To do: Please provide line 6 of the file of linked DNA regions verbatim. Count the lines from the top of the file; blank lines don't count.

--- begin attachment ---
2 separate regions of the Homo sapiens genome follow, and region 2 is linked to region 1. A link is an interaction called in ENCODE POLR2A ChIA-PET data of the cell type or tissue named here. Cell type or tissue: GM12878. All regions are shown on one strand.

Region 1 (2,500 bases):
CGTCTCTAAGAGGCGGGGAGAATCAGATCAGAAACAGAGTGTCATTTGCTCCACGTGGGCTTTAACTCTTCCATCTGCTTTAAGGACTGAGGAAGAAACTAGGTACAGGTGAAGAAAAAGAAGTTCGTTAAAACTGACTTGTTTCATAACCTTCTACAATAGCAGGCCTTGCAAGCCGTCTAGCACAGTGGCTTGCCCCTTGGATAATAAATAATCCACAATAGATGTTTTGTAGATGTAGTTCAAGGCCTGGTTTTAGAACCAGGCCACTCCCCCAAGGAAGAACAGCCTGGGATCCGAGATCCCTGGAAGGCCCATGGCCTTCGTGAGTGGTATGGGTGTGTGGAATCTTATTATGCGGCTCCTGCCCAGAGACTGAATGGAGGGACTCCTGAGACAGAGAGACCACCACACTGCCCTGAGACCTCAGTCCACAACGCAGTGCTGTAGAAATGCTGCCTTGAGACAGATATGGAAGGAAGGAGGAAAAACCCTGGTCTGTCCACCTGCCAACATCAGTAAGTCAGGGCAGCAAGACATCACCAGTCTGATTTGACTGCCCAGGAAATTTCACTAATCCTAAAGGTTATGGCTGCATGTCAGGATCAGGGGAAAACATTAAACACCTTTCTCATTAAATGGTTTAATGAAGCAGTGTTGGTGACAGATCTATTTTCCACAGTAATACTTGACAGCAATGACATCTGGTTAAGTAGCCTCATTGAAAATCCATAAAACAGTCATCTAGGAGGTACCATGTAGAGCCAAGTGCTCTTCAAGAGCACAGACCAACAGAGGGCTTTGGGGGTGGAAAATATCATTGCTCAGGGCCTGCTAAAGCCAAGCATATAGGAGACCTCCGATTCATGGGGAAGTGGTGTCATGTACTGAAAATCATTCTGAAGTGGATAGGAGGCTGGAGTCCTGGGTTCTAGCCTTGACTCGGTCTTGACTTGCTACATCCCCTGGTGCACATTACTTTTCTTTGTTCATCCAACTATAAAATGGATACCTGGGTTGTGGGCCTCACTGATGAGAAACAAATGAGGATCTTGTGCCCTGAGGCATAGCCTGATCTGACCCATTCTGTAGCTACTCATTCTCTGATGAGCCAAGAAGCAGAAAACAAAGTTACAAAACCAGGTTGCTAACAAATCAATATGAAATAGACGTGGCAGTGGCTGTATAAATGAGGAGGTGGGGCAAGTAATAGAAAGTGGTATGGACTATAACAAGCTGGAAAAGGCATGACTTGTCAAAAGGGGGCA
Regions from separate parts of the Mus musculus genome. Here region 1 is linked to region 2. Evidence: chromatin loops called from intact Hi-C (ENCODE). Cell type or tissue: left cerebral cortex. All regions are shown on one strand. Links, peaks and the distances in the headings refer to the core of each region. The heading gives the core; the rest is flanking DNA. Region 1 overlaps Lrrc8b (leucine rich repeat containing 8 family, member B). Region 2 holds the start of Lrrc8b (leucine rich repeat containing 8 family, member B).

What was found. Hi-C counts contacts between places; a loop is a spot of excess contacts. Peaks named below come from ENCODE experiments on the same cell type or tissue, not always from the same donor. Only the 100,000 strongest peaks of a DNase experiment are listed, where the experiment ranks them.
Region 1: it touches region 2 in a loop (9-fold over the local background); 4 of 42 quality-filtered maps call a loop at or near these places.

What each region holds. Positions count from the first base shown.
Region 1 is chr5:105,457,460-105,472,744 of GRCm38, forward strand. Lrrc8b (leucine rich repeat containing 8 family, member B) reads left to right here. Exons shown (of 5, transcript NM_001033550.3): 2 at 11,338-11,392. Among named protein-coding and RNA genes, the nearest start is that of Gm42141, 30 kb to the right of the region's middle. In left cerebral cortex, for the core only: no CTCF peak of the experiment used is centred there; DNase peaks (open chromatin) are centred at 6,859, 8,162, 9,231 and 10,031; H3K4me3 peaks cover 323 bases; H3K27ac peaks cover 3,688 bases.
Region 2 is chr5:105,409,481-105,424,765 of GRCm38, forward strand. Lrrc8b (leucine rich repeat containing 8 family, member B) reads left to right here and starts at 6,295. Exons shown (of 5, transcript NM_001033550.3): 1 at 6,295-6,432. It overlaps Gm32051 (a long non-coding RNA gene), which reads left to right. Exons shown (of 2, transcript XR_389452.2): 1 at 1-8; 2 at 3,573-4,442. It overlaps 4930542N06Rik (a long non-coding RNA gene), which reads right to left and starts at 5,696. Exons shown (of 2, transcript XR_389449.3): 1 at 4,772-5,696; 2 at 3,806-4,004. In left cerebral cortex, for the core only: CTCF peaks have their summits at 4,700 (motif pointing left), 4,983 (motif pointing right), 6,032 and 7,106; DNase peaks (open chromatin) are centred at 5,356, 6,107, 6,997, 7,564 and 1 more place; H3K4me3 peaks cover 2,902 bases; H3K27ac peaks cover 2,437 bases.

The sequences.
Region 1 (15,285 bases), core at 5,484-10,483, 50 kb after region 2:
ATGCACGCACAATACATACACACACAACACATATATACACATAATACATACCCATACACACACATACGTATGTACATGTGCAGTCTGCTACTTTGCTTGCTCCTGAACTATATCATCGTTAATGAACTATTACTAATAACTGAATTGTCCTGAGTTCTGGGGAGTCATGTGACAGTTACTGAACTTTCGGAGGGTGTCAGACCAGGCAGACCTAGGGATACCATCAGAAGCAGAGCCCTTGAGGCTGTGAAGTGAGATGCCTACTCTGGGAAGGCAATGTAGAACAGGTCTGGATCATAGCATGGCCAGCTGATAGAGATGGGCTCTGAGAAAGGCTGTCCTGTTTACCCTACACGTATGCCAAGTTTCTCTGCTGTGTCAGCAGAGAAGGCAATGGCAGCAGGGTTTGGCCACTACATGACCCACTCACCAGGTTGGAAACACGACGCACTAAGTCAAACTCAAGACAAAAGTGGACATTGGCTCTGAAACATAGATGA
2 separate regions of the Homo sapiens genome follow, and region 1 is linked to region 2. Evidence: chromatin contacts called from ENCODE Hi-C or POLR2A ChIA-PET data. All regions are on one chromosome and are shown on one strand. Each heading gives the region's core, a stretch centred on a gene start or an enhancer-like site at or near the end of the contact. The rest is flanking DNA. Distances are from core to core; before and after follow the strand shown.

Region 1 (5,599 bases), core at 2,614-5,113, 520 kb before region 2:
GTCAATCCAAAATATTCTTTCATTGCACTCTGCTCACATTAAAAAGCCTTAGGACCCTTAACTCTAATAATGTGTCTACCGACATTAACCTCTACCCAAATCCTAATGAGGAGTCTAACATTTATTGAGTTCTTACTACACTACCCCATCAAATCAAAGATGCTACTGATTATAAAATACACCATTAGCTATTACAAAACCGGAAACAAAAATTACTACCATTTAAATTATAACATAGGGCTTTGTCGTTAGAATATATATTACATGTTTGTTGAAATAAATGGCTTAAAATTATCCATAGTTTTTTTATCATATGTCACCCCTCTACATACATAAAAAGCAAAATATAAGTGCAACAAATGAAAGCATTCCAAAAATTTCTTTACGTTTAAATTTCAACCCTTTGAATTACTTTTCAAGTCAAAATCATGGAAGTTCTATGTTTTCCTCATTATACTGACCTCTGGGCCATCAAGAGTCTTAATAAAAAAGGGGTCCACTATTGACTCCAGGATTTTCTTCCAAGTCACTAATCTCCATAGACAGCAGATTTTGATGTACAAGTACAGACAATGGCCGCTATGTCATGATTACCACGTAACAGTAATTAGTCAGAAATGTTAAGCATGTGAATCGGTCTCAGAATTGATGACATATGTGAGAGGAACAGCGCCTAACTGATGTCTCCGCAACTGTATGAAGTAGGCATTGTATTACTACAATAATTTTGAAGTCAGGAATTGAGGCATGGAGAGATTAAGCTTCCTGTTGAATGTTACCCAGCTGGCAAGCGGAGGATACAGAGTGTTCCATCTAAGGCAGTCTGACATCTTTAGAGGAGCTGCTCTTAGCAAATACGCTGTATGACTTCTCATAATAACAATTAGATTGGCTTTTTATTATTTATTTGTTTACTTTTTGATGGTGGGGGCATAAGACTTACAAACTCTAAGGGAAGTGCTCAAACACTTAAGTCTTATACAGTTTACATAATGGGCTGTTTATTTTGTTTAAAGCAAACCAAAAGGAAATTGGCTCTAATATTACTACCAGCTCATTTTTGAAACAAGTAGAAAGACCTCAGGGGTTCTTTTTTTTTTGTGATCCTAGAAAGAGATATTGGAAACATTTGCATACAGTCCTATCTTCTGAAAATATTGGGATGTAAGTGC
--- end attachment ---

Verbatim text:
Region 1: it touches region 2 in a loop (9-fold over the local background); 4 of 42 quality-filtered maps call a loop at or near these places.